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VLAN problem

Pierre_p
Occasional Visitor

VLAN problem

Hi,

Im trying to add a VLAN to an already existing network and changing the speed of fiber transfer between two equipments at the same time. Maybe not the best idea, but it shoudnt be a problem as far as I know. :)

We previously used a 2424M switch connected via a J4112A 100Mb/s fiber module to a 2524 switch which had a 100Mb/s J4853A module plugged-in.

We wanted to use a 2824 instead of the 2424 and have a 1Gb/s link between it and the existing 2524.

To this end, we bought a mini-Gbic tranciever (J4858B) for the 2824, and plugged in a J4131B in our 2524.

The network, so to speak, works ; we got link and traffic.

We had 3 VLANs using private addresses and when trying to add another one, we couldnt get it to work.

This new VLAN is in fact directly connected to our Internet router.

If we remove all the previously existing VLANs and only leave the one we try to add, it works. As soon as we add another one, it ceases to.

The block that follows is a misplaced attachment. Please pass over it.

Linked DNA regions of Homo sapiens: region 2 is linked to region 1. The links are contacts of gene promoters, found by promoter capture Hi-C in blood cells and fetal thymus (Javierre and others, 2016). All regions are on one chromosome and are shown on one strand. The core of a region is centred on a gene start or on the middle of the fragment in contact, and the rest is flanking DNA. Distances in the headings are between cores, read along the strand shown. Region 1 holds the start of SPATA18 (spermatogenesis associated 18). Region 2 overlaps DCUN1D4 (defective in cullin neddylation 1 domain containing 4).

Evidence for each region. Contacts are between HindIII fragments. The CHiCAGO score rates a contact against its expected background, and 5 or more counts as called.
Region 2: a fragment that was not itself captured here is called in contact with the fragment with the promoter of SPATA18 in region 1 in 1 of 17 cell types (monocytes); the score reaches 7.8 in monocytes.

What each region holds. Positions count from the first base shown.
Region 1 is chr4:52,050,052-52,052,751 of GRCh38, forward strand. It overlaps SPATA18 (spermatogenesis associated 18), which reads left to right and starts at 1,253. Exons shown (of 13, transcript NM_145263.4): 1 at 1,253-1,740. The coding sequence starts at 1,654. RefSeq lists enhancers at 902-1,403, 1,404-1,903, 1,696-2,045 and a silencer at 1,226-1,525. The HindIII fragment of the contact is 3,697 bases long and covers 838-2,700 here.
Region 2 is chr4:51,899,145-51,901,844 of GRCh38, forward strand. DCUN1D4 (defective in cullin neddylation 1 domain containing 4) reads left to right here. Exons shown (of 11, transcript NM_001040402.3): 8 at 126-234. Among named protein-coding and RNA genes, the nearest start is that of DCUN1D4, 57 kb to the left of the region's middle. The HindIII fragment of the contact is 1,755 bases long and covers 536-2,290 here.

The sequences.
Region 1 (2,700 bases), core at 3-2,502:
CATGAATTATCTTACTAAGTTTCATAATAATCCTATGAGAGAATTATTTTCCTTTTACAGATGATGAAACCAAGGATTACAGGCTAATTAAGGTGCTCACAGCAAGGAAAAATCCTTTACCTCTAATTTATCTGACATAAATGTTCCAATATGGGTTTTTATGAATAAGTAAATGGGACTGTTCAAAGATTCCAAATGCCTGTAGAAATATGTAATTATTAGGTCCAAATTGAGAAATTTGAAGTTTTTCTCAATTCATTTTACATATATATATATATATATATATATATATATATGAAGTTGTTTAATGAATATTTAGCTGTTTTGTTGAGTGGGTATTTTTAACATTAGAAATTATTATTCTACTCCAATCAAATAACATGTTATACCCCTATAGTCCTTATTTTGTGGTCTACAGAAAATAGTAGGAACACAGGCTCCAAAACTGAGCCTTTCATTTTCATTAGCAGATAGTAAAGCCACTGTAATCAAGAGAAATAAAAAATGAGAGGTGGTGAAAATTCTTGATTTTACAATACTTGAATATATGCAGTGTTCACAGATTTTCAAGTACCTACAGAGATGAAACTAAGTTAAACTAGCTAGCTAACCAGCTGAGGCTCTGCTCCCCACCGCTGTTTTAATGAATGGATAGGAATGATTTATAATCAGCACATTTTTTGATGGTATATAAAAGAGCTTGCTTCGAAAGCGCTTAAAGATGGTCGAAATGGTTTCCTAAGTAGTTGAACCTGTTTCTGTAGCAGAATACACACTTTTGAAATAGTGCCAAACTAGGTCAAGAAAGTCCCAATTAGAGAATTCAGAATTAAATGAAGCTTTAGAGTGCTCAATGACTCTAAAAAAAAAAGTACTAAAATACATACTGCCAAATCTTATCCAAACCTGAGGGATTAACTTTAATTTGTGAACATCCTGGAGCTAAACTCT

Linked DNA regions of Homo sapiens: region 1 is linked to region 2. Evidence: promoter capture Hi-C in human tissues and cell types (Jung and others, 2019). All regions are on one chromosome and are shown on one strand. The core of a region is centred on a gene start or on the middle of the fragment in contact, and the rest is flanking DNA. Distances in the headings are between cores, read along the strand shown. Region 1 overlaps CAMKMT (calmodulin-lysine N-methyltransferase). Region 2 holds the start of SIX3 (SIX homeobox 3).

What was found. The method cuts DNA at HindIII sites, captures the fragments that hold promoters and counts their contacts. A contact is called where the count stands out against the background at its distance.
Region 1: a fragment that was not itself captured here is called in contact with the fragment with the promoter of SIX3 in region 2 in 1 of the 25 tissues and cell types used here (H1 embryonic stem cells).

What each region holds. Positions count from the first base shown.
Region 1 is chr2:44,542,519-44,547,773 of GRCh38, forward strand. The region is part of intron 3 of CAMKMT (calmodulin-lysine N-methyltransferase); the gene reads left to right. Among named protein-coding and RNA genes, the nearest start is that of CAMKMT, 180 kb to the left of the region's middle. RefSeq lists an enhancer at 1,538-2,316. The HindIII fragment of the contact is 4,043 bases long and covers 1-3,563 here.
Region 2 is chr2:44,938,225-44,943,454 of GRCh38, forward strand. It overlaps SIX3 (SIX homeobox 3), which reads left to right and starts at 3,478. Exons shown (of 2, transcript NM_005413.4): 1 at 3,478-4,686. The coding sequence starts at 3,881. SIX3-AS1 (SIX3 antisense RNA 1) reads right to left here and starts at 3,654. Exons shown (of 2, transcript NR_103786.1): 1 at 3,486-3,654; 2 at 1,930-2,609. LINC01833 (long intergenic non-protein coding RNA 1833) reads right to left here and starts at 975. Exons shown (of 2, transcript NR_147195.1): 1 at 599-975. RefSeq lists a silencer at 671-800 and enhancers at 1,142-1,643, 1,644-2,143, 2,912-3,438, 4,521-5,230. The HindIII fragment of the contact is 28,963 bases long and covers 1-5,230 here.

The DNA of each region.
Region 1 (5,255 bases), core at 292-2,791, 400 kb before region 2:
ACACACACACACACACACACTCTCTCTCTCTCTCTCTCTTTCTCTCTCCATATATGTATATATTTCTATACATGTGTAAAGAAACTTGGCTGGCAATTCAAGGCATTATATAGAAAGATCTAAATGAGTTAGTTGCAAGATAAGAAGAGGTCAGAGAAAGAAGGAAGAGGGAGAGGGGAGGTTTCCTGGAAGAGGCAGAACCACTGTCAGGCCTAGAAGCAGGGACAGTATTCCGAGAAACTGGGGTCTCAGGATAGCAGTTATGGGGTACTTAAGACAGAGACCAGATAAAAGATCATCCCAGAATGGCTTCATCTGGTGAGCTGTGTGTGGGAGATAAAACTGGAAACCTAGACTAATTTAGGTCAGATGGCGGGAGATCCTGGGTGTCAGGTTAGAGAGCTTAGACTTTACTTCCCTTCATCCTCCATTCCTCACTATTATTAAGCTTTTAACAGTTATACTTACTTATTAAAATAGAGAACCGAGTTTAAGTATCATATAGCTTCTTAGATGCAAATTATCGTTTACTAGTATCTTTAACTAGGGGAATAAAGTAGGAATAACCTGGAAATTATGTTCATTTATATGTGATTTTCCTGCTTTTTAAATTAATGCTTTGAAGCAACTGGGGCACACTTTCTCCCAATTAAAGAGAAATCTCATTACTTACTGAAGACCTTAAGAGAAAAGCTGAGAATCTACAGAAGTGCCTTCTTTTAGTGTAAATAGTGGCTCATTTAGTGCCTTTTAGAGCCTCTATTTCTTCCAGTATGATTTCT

Im a bit confused as I dont see what could cause such a behaviour. Apart from the fact we cant use a management adress on this particular VLAN since its using public addressing, I fail to see which specificity it has.

So, we tried reinstalling the 100 mb/s devices and restored the original VLANs hoping to get closer to the solution. This works but once we try to add that particular 'internet' VLAN, the issue resurfaces.

Thanks in advance for your help.
6 REPLIES
Pierre_p
Occasional Visitor

Re: VLAN problem

Sorry i just realised that I forgot to mention that we were back to using the 2424 switch for the moment so that we can use 100mb/s trancievers.
Ben Dehner
Trusted Contributor

Re: VLAN problem